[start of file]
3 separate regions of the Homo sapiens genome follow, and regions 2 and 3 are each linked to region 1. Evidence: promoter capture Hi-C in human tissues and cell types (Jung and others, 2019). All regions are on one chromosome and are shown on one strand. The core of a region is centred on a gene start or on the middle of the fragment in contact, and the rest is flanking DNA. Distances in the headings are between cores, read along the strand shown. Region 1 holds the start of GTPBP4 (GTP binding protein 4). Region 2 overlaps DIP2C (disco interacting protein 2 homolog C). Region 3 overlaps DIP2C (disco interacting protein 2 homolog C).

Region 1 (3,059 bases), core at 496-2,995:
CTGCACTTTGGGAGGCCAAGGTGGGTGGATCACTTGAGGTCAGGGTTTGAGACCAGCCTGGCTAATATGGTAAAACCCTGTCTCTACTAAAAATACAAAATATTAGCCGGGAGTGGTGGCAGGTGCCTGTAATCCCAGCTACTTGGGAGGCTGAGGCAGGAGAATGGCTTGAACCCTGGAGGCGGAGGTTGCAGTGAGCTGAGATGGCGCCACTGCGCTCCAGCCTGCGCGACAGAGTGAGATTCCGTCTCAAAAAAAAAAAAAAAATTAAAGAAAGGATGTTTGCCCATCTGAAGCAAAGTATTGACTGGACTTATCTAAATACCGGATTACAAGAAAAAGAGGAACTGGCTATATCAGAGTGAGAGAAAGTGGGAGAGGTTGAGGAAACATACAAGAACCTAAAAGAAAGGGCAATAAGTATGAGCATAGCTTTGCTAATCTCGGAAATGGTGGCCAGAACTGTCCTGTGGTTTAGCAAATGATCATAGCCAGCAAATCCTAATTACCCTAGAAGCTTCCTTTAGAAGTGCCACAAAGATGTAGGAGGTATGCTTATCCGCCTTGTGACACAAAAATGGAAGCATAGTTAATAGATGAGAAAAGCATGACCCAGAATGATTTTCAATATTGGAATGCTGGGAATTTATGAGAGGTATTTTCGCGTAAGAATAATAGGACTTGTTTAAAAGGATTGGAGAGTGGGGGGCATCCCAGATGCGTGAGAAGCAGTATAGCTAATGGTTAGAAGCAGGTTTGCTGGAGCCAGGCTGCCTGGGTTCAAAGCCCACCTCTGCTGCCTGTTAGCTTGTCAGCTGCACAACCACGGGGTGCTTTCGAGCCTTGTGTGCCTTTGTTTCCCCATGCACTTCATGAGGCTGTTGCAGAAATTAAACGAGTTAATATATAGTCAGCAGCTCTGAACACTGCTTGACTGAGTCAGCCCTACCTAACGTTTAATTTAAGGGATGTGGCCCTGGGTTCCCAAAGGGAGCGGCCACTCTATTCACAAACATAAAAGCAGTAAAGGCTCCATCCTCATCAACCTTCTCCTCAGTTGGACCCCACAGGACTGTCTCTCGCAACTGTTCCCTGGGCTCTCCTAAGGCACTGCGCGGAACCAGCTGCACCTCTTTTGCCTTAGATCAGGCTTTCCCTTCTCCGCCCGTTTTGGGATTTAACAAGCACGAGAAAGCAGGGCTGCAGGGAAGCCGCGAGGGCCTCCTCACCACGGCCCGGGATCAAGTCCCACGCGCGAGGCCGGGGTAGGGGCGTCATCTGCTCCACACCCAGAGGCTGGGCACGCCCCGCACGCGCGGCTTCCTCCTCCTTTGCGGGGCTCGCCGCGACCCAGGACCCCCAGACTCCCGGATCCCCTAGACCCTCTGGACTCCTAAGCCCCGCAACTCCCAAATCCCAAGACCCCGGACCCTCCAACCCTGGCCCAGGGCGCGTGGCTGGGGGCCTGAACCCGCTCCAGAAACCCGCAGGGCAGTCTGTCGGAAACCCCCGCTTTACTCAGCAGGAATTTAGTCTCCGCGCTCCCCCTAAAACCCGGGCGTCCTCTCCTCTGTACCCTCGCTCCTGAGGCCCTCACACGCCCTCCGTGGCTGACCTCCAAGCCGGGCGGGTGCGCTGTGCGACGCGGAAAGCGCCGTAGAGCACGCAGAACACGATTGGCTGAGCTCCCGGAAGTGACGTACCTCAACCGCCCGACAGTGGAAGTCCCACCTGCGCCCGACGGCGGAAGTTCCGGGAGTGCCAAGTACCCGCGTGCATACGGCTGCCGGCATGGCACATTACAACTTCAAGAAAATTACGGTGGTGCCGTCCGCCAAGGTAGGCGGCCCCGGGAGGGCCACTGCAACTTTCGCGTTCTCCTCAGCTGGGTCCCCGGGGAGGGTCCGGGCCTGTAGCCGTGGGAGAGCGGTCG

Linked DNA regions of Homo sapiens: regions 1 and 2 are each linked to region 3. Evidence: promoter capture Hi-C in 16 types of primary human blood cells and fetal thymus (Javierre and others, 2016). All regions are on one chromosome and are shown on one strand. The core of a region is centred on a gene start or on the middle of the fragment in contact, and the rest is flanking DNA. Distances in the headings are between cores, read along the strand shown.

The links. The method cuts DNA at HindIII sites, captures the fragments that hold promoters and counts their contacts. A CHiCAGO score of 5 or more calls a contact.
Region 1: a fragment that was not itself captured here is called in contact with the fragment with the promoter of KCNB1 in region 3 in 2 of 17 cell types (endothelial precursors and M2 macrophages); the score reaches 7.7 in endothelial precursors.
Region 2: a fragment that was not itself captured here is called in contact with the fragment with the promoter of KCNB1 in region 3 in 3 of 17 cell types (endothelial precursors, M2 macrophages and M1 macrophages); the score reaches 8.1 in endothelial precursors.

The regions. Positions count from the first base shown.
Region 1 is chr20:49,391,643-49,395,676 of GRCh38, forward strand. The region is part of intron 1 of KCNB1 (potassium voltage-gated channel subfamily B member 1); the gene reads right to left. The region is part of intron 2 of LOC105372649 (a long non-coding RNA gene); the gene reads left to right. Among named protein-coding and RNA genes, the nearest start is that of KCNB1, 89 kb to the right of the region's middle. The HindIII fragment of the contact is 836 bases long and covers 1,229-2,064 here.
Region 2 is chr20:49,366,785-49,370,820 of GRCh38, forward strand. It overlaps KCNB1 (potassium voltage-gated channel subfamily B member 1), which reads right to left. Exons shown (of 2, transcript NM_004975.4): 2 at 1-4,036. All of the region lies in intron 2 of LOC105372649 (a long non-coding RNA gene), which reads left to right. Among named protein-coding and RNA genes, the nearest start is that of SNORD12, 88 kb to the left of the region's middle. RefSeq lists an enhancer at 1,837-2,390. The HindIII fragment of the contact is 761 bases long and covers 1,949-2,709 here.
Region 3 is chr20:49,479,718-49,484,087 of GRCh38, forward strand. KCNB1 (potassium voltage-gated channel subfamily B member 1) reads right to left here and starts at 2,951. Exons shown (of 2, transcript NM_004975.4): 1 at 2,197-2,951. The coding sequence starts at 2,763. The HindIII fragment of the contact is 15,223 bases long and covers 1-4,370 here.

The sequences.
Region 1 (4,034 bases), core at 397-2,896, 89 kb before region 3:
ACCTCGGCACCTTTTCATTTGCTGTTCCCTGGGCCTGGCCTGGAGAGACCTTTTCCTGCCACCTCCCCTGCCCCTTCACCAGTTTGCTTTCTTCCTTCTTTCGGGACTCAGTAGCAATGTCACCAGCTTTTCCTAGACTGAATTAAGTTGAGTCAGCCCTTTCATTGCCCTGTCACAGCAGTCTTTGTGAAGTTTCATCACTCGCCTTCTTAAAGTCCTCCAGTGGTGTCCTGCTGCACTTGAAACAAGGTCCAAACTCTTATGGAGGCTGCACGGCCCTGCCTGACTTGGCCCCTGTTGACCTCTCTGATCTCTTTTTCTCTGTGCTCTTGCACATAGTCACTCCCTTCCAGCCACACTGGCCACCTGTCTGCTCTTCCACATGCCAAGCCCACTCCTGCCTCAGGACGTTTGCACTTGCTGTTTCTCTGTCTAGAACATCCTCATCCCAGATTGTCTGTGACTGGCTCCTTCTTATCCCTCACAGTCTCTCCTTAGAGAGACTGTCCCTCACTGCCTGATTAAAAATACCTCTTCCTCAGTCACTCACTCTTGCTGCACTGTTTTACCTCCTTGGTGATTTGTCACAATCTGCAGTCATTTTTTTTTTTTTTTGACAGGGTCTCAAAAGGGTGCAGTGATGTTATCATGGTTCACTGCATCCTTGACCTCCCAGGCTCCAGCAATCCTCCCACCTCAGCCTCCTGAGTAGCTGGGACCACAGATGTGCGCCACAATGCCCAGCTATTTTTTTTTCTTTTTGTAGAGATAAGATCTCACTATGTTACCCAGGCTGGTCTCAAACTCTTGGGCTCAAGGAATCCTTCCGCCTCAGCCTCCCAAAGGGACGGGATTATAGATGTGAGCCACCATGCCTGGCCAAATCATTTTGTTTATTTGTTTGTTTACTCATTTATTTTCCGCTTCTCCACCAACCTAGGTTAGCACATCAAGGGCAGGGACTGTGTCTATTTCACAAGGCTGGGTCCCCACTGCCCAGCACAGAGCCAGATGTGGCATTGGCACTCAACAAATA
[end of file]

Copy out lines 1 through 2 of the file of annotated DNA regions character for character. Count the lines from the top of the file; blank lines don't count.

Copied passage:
3 separate regions of the Homo sapiens genome follow, and regions 2 and 3 are each linked to region 1. Evidence: promoter capture Hi-C in human tissues and cell types (Jung and others, 2019). All regions are on one chromosome and are shown on one strand. The core of a region is centred on a gene start or on the middle of the fragment in contact, and the rest is flanking DNA. Distances in the headings are between cores, read along the strand shown. Region 1 holds the start of GTPBP4 (GTP binding protein 4). Region 2 overlaps DIP2C (disco interacting protein 2 homolog C). Region 3 overlaps DIP2C (disco interacting protein 2 homolog C).

Region 1 (3,059 bases), core at 496-2,995: